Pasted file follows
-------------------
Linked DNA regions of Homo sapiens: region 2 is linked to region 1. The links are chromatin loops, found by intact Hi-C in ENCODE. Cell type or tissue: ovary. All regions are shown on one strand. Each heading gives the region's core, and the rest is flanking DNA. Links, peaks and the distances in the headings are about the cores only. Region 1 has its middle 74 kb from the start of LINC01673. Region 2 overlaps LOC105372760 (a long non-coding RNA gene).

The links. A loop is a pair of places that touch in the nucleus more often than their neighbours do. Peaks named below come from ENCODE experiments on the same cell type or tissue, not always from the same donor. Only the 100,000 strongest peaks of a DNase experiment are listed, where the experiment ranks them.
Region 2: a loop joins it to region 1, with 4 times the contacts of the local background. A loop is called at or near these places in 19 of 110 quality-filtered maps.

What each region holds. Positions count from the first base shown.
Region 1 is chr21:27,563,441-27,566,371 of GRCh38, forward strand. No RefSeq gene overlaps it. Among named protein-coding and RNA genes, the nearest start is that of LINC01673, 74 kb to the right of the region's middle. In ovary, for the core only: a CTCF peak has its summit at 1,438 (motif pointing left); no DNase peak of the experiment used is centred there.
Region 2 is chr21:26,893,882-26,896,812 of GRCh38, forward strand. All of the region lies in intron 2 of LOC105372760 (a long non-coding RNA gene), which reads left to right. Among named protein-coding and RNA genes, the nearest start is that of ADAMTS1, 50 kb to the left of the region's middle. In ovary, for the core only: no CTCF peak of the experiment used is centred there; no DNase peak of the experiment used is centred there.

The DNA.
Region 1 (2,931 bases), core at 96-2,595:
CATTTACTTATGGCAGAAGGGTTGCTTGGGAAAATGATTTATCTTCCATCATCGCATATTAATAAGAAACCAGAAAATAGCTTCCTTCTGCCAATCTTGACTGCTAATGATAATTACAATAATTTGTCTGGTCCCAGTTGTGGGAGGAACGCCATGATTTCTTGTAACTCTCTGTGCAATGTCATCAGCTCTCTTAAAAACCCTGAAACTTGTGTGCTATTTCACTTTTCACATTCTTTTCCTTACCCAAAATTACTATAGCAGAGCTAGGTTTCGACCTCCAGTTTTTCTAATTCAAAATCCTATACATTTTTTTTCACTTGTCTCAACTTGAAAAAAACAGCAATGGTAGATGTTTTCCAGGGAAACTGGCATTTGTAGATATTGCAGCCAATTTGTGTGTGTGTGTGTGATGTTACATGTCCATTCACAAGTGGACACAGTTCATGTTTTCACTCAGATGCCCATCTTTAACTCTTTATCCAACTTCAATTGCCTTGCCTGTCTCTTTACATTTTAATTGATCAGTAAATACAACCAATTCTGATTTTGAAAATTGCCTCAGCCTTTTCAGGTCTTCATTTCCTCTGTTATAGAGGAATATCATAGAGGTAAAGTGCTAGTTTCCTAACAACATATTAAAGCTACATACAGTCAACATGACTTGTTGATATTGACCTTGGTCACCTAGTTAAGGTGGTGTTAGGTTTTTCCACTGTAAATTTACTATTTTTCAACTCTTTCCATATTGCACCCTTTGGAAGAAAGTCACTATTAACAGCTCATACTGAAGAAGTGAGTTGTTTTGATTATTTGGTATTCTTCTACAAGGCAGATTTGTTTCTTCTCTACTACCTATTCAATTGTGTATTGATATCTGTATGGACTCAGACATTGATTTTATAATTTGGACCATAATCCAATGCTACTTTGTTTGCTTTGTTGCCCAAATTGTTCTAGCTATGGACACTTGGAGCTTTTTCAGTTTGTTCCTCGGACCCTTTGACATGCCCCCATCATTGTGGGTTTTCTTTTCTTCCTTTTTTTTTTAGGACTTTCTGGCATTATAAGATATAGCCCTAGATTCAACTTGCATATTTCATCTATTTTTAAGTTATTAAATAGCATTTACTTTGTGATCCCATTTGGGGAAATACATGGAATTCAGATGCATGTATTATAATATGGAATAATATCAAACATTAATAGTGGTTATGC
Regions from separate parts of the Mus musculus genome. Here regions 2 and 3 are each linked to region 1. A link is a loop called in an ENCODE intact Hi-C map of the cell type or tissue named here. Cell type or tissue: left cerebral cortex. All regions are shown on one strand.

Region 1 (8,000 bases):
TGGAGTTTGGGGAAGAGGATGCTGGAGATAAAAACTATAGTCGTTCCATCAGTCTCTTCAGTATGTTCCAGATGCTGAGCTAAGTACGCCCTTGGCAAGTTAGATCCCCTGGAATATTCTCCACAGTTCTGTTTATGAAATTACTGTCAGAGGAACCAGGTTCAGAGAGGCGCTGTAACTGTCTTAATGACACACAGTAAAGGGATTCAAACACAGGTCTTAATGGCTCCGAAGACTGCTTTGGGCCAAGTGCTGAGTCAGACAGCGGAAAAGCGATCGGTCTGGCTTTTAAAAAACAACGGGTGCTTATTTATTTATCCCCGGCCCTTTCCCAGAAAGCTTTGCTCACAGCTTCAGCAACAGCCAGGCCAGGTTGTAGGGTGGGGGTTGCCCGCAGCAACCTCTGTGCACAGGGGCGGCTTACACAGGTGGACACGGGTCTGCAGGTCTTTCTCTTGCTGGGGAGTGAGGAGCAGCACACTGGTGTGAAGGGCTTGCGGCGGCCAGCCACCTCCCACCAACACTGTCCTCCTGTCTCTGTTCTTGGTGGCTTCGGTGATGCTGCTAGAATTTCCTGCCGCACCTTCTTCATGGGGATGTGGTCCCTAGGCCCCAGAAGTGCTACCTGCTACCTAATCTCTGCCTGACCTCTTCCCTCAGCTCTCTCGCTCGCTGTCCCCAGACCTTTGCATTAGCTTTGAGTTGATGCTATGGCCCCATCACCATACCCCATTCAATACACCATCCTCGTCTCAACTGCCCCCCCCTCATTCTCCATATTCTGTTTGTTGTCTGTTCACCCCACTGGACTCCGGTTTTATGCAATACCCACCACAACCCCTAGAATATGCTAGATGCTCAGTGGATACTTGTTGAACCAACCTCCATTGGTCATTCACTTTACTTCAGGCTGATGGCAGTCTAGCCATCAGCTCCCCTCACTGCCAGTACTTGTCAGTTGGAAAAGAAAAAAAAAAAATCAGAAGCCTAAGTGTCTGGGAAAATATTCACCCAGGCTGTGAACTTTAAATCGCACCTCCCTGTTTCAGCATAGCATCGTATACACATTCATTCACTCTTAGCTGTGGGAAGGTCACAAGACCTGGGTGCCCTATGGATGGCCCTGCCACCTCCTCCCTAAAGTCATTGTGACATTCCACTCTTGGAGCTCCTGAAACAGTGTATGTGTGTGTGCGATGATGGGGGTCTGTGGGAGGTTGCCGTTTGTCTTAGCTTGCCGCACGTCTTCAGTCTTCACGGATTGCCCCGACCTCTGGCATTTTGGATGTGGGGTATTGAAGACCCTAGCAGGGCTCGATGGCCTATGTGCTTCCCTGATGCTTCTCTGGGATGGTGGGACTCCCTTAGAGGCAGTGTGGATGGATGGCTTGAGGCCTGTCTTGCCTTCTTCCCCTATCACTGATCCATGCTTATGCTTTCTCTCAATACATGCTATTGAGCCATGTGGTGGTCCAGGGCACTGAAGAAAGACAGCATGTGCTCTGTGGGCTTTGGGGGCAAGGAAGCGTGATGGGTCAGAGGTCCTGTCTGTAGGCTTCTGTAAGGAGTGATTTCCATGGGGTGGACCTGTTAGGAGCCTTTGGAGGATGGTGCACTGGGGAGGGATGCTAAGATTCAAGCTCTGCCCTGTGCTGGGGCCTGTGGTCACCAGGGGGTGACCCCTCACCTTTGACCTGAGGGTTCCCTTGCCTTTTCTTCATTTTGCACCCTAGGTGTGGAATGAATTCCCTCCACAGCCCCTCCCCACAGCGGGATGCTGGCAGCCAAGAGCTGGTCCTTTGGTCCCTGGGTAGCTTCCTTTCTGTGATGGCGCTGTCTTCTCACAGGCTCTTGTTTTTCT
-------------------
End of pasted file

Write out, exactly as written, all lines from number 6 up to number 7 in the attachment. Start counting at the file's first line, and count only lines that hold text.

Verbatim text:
Region 2 is chr21:26,893,882-26,896,812 of GRCh38, forward strand. All of the region lies in intron 2 of LOC105372760 (a long non-coding RNA gene), which reads left to right. Among named protein-coding and RNA genes, the nearest start is that of ADAMTS1, 50 kb to the left of the region's middle. In ovary, for the core only: no CTCF peak of the experiment used is centred there; no DNase peak of the experiment used is centred there.

The DNA.